We-the-Fat

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Dr. Warren Jones (left), Estelle Watts (front) and Dr. Samuel Okoye (left) announced plans for Mississippi Health Awareness Day, Jan. 15.

On Tuesday, speakers from the Coalition for a Healthier Mississippi unveiled their plans for the third annual Mississippi Health Awareness Day, scheduled for Jan. 15, 2009.

Community Outreach for Health Awareness CEO Dr. Samuel C. Okoye spoke about the many health challenges facing Mississippi.

"Mississippi is the fattest state in the nation for the third straight year," Okoye said, adding that the state ranks No. 1 in the nation for high blood pressure and diabetes, and is also No. 1 in adult inactivity.

Dr. Warren Jones executive director of the Mississippi Institute for Improvement of Geographic Minority Health and Health Disparities at the University Medical Center said that making an impact on the state's health problems is not easy.

"It takes a lot of vision, ingenuity and energy to take a well-known problem like the health state of Mississippi and to come up with a way to make a meaningful difference in that," Jones said.

Estelle Watts, a consultant with the State Department of Education's Office of Coordinated School Health, highlighted the need for adults to demonstrate good health choices for young people.

"We need to be role models for (children) and help them understand why those choices we make are so important."

On Jan. 15, COHA will have sites all across the state offering education and health screenings. All sites will offer cholesterol, blood pressure, blood sugar and body mass index screenings, with selected areas also offering glaucoma, dental and other health tests. Locally, the Jackson Medical Mall Thad Cochran Center will offer screenings and information.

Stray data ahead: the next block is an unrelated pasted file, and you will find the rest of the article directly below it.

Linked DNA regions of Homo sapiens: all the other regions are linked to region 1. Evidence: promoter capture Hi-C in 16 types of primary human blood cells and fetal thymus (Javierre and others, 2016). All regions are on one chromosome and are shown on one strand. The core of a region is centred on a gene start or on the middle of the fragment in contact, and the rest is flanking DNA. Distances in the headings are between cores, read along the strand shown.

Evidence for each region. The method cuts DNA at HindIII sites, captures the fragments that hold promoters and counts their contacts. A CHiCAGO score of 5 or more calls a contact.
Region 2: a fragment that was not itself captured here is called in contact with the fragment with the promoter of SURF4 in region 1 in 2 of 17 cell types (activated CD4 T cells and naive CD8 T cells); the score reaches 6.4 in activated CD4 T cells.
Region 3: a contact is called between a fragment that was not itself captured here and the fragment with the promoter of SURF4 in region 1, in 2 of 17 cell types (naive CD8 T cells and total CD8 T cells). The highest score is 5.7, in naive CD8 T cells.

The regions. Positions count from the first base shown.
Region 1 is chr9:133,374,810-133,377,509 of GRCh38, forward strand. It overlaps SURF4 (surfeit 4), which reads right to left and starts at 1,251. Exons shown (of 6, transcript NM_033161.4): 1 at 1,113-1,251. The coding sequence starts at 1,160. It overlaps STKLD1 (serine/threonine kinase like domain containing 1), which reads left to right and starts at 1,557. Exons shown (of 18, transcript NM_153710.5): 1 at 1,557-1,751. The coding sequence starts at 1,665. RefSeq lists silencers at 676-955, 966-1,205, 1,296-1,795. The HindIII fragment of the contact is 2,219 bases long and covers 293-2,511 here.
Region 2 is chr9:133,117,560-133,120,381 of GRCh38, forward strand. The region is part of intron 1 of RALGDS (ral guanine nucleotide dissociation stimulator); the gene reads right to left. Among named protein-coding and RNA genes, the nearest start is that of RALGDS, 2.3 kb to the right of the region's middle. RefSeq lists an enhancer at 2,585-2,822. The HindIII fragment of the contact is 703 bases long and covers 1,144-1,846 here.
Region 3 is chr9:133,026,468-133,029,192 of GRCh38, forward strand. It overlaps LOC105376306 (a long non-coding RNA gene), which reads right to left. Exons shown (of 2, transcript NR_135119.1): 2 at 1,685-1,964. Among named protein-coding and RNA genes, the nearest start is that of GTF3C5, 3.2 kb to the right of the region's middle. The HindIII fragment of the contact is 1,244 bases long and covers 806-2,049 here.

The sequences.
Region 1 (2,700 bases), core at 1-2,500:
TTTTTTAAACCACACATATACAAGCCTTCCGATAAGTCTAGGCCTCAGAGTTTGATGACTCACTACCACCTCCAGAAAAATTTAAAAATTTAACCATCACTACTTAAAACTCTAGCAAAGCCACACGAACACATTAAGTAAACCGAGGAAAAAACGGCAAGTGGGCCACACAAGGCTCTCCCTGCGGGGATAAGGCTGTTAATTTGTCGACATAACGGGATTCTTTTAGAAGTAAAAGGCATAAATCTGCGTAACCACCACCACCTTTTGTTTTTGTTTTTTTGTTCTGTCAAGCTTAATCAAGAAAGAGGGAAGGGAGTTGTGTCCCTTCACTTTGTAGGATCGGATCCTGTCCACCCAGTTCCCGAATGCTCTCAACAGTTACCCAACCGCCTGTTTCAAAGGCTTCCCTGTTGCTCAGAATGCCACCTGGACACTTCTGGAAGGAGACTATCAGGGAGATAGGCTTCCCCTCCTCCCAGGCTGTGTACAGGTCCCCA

"We are tired of being the worst. We are ready in health and health awareness to be the first," Jones said.

For additional information, contact Robyn Breland at the Jackson Medical Mall Foundation. 601-982-8467, ext. 41.

Previous Comments

ID
142097
Comment

Good to see a column about we Mississippians being to big or fat. I'm happy to report I'm not eating less, down to one diet now, eating only two real meals daily and very few snacks. My problem is I can't stop eating bread. It's like a drug to me, once I eat one pice I have to have two. Before I know it I've eaten too much. I mean bread be calling me as I try to sleep. Y'all pray for me.

Author
Walt
Date
2008-12-08T10:46:22-06:00
ID
142172
Comment

You can become physically addicted to carbs. I found that out after my doctor told me I had reactive hypoglycemia. When I eat sugar my sugar drops, so I am on a very low carb diet and feeling much better. So after having to reduce my carb/sugar intake I just about went mad trying not to think about bread, cake, and anything else that was full of carbs and sugar. So, I know what you mean about the bread.

Author
caroline
Date
2008-12-09T15:50:16-06:00
ID
142180
Comment

Hey Guys, People have been eating bread and cakes and pies for thousands of years without obese or even fat. Its not the carbs, but the "other ingrediants" our food industry now puts in almost all of our products. Namely: Corn syrup MSG (now known as protein extract, or modified protein) Hydrogenated oils Enriched (i.e. depleted) flour and all that other stuff we can't even pronounce. Eat bread again without guilt or extra-pounds...Get these cookbooks. No fat or oils (unsweetened applsause instead) No suger (only honey or maple syrup) No processed grains (whole wheat and whole rice flour)

Author
FrankMickens
Date
2008-12-09T16:19:11-06:00

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